A federal court struck down a Texas law requiring government contractors to certify they are not engaged in boycotts of Israel.
U.S. District Judge Robert Pitman granted preliminary injunctions on Thursday night and cited several rulings to buttress his conclusion that state law HB 89 is unconstitutional.
“At the heart of the First Amendment lies the principle that each person should decide for him or herself the ideas and beliefs deserving of expression, consideration, and adherence. Our political system and cultural life rest upon this ideal,” Pitman said in his opinion.
“The purpose behind the Bill of Rights, and of the First Amendment in particular[,]” is “to protect unpopular individuals from retaliation – and their ideas from suppression – at the hands of an intolerant society.”
Pitman denied the state’s motion to dismiss two lawsuits and temporarily blocked the state from enforcing the two-year-old law.
“The statute threatens ‘to suppress unpopular ideas’” and “manipulate the public debate through coercion rather than persuasion,’” Pitman said, citing a previous ruling. “This the First Amendment does not allow.”
The office of state Attorney General Ken Paxton issued a statement saying it looks forward to “defending this law on appeal.”
“We’re disappointed with the ruling essentially requiring government to do business with discriminatory companies,” his office said.
Texans issue complaints
One of the lawsuits was filed by the ACLU on behalf of four Texans: John Pluecker, George Hale, Obinna Dennar and Zachary Abdelhadi.
Pluecker is a freelance writer, artist, interpreter and translator who has lost two service contracts with the University of Houston because he refused to certify that he will not boycott Israel. Hale, a radio reporter, was forced to sign a certification “against his conscience” to continue working at KETR, a National Public Radio station owned and operated by Texas A&M University-Commerce.
Dennar said was forced to forfeit payment for judging at a Klein Independent School District debate tournament because he actively participates in a Boycott, Divestment and Sanctions campaign. The BDS movement aims to generate economic and political pressure on Israel to end its occupation of Palestinian territories. Abdelhadi, a Texas State University student, said he was unable to judge high school debate tournaments for the Lewisville Independent School District because he boycotts Israel.
Another suit was filed by the Council on American-Islamic Relations on behalf of children’s speech pathologist Bahia Amawi, who said Pflugerville Independent School District terminated her contract after she refused to sign a certification about the boycott.
ACLU, CAIR praise ruling
A Texas ACLU staff attorney called Thursday’s ruling a “victory for the free speech rights of all Texans.”
“The right to boycott is deeply ingrained in American tradition, from our nation’s founding to today. The state cannot dictate the views of its own citizens on the Israel/Palestine conflict – or any issue – by preventing them from exercising their First Amendment right to boycott,” ACLU attorney Tommy Buser-Clancy said.
In an ACLU statement, Pluecker said he is “very happy that the judge has decided to support our right to hold our own political beliefs and express them as we see fit.”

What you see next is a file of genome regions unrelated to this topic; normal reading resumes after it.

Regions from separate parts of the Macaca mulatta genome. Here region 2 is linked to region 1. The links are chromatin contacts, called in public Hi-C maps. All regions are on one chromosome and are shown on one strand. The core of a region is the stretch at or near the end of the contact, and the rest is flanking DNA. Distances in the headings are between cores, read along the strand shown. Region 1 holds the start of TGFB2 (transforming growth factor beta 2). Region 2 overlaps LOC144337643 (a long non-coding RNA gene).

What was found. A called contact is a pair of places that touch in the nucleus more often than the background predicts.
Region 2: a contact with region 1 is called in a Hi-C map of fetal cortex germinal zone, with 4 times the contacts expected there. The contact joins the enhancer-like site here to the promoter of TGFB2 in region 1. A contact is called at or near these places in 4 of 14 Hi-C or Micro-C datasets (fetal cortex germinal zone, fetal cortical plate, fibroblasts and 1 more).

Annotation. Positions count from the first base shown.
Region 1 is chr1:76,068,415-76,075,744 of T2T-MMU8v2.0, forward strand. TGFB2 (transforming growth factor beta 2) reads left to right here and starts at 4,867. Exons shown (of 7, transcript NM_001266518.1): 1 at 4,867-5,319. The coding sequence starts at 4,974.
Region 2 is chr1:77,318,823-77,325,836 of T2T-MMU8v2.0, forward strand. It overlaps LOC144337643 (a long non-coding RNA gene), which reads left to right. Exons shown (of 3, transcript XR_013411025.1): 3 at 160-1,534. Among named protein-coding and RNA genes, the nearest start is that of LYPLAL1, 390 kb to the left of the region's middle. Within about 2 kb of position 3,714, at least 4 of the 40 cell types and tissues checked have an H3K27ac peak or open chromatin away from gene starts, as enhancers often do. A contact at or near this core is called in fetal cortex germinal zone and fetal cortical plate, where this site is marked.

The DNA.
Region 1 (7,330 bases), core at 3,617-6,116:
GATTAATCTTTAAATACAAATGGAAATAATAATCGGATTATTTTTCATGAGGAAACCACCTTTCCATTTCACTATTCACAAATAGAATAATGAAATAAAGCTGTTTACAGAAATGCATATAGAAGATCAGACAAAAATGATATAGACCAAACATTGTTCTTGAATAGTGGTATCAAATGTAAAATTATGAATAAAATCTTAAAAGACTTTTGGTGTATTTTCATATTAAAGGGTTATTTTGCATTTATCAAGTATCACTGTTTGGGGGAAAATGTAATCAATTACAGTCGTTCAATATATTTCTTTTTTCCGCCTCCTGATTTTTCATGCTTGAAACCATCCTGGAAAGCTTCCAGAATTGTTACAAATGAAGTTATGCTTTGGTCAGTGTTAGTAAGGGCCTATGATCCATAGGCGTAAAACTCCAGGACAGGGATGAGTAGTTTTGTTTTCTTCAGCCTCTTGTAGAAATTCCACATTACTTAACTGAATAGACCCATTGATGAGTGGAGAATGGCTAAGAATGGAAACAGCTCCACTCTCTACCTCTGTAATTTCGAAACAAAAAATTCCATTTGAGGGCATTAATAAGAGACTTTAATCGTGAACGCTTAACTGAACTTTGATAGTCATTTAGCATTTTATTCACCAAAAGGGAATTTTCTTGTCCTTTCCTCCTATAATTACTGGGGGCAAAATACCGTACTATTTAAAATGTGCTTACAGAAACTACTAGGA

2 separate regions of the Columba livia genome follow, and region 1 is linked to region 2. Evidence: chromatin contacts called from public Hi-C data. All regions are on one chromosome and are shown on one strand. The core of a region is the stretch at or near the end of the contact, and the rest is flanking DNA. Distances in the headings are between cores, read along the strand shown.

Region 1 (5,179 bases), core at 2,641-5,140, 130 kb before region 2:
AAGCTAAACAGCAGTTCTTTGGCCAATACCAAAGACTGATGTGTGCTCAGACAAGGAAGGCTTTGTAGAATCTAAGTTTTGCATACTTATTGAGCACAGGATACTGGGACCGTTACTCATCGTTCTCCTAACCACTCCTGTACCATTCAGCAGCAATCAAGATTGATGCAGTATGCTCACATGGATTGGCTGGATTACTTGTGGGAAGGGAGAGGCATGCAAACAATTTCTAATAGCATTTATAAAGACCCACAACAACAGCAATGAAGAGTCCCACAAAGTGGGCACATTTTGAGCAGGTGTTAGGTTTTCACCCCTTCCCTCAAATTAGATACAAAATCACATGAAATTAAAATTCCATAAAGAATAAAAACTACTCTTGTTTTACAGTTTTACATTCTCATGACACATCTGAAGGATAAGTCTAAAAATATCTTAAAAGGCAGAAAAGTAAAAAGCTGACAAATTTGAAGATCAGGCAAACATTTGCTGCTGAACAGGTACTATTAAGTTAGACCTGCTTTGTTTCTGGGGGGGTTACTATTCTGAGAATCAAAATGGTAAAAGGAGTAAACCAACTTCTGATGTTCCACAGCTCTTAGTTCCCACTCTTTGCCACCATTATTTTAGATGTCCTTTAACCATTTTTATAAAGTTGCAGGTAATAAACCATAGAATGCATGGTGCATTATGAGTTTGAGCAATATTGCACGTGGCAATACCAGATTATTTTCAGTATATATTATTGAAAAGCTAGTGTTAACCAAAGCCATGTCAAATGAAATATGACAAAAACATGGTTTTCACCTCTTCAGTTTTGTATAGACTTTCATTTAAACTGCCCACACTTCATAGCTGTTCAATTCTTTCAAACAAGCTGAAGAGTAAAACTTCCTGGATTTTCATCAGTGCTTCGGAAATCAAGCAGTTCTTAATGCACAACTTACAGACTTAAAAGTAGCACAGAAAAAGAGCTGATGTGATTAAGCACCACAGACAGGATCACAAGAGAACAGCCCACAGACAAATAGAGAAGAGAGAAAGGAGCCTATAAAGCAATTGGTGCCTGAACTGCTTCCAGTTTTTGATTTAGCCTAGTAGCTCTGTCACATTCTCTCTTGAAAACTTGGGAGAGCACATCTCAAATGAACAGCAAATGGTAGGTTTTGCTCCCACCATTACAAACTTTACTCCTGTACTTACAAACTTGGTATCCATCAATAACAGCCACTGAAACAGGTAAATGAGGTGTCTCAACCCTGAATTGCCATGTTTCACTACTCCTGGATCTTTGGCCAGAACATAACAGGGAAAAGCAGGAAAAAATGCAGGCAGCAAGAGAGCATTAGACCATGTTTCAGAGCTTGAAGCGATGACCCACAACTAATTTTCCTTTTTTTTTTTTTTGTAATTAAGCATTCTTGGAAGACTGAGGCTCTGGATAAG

Terri Burke, executive director of the ACLU of Texas, said the court “affirmed its understanding that this law was intended to chill” freedom of expression.
“By any name, that’s free speech and free speech is the north star of our democracy. It’s foundational, and this decision underlines that no issue of importance can be addressed if the speech about it is stymied, or worse, silenced,” Burke said.
In a statement, CAIR said Amawi heard about the news while she was on the road and pulled to the side and wept, saying “God is great.” The group said she can now go back to work.
“Arabic-speaking schoolchildren in Texas have been deprived of critical services from Bahia Amawi for almost this entire school year because of this unconstitutional law,” said CAIR National Litigation Director Lena Masri. “Today we welcome a victory for the First Amendment.”
A national issue
Pitman’s conclusion says that Texas says it is “far from alone” in its move to “enact” law against BDS, with 25 states passing similar legislation or issuing executive orders restricting boycotts of Israel and with only a handful of legislators voting against HB 89.
“Texas touts these numbers as the statute’s strength. They are, rather, its weakness,” Pitman said, citing a case that says. “if there is any fixed star in our constitutional constellation, it is that no official, high or petty, can prescribe what shall be orthodox in politics, nationalism, religion, or other matters of opinion or force citizens to confess by word or act their faith therein.”
He said citizens must “tolerate insulting, and even outrageous speech” during public debates.
“They must do so in order to provide ‘adequate breathing space’ to the freedoms protected by the First Amendment.”
CAIR said it is fighting similar measures across the country.
“The First Amendment blocks any effort by state governments or the federal government from forcing their citizens to take sides in the widespread international debate about the relationship between Israel and Palestine,” CAIR trial attorney Carolyn Homer said. “This is a lesson all public servants should remember when considering anti-BDS measures around the country.”
CNN’s Emanuella Grinberg contributed to this report